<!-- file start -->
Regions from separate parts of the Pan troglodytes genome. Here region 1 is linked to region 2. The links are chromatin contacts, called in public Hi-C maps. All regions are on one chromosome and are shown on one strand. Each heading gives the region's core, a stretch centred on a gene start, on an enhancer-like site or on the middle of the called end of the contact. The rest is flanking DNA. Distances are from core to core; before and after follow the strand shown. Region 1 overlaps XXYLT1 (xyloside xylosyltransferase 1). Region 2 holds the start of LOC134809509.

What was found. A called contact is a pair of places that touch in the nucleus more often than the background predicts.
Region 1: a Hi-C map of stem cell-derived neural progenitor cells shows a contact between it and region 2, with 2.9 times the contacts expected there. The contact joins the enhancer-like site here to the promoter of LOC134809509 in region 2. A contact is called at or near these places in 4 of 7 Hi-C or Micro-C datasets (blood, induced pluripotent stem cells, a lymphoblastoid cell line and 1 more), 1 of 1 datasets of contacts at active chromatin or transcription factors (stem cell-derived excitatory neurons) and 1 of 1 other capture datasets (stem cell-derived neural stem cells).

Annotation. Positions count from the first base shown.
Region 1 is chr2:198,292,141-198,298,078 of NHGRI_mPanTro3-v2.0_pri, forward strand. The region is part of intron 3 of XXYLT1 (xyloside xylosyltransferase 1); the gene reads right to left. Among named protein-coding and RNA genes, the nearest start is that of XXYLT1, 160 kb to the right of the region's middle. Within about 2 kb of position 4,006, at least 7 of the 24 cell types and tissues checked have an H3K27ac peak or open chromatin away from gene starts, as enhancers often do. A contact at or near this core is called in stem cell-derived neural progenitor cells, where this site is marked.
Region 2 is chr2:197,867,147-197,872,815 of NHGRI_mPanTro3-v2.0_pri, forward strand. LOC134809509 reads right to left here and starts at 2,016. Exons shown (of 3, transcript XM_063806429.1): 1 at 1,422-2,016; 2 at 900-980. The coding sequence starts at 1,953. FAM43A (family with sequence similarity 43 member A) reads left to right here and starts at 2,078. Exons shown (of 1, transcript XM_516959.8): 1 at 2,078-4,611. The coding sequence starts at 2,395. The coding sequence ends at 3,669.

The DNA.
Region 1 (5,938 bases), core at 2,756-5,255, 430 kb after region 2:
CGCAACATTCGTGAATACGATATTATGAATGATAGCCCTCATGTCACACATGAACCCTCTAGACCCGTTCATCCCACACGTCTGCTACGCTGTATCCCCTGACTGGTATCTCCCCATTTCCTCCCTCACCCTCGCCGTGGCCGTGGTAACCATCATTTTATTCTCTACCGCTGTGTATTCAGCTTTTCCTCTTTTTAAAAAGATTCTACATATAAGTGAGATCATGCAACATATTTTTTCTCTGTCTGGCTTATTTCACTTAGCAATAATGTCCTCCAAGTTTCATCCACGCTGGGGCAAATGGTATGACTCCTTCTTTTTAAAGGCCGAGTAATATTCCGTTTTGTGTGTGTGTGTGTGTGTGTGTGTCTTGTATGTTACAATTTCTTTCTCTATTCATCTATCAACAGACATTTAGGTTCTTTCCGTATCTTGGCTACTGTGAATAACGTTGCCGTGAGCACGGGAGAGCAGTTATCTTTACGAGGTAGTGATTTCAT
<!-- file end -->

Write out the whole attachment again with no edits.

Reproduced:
Regions from separate parts of the Pan troglodytes genome. Here region 1 is linked to region 2. The links are chromatin contacts, called in public Hi-C maps. All regions are on one chromosome and are shown on one strand. Each heading gives the region's core, a stretch centred on a gene start, on an enhancer-like site or on the middle of the called end of the contact. The rest is flanking DNA. Distances are from core to core; before and after follow the strand shown. Region 1 overlaps XXYLT1 (xyloside xylosyltransferase 1). Region 2 holds the start of LOC134809509.

What was found. A called contact is a pair of places that touch in the nucleus more often than the background predicts.
Region 1: a Hi-C map of stem cell-derived neural progenitor cells shows a contact between it and region 2, with 2.9 times the contacts expected there. The contact joins the enhancer-like site here to the promoter of LOC134809509 in region 2. A contact is called at or near these places in 4 of 7 Hi-C or Micro-C datasets (blood, induced pluripotent stem cells, a lymphoblastoid cell line and 1 more), 1 of 1 datasets of contacts at active chromatin or transcription factors (stem cell-derived excitatory neurons) and 1 of 1 other capture datasets (stem cell-derived neural stem cells).

Annotation. Positions count from the first base shown.
Region 1 is chr2:198,292,141-198,298,078 of NHGRI_mPanTro3-v2.0_pri, forward strand. The region is part of intron 3 of XXYLT1 (xyloside xylosyltransferase 1); the gene reads right to left. Among named protein-coding and RNA genes, the nearest start is that of XXYLT1, 160 kb to the right of the region's middle. Within about 2 kb of position 4,006, at least 7 of the 24 cell types and tissues checked have an H3K27ac peak or open chromatin away from gene starts, as enhancers often do. A contact at or near this core is called in stem cell-derived neural progenitor cells, where this site is marked.
Region 2 is chr2:197,867,147-197,872,815 of NHGRI_mPanTro3-v2.0_pri, forward strand. LOC134809509 reads right to left here and starts at 2,016. Exons shown (of 3, transcript XM_063806429.1): 1 at 1,422-2,016; 2 at 900-980. The coding sequence starts at 1,953. FAM43A (family with sequence similarity 43 member A) reads left to right here and starts at 2,078. Exons shown (of 1, transcript XM_516959.8): 1 at 2,078-4,611. The coding sequence starts at 2,395. The coding sequence ends at 3,669.

The DNA.
Region 1 (5,938 bases), core at 2,756-5,255, 430 kb after region 2:
CGCAACATTCGTGAATACGATATTATGAATGATAGCCCTCATGTCACACATGAACCCTCTAGACCCGTTCATCCCACACGTCTGCTACGCTGTATCCCCTGACTGGTATCTCCCCATTTCCTCCCTCACCCTCGCCGTGGCCGTGGTAACCATCATTTTATTCTCTACCGCTGTGTATTCAGCTTTTCCTCTTTTTAAAAAGATTCTACATATAAGTGAGATCATGCAACATATTTTTTCTCTGTCTGGCTTATTTCACTTAGCAATAATGTCCTCCAAGTTTCATCCACGCTGGGGCAAATGGTATGACTCCTTCTTTTTAAAGGCCGAGTAATATTCCGTTTTGTGTGTGTGTGTGTGTGTGTGTGTCTTGTATGTTACAATTTCTTTCTCTATTCATCTATCAACAGACATTTAGGTTCTTTCCGTATCTTGGCTACTGTGAATAACGTTGCCGTGAGCACGGGAGAGCAGTTATCTTTACGAGGTAGTGATTTCAT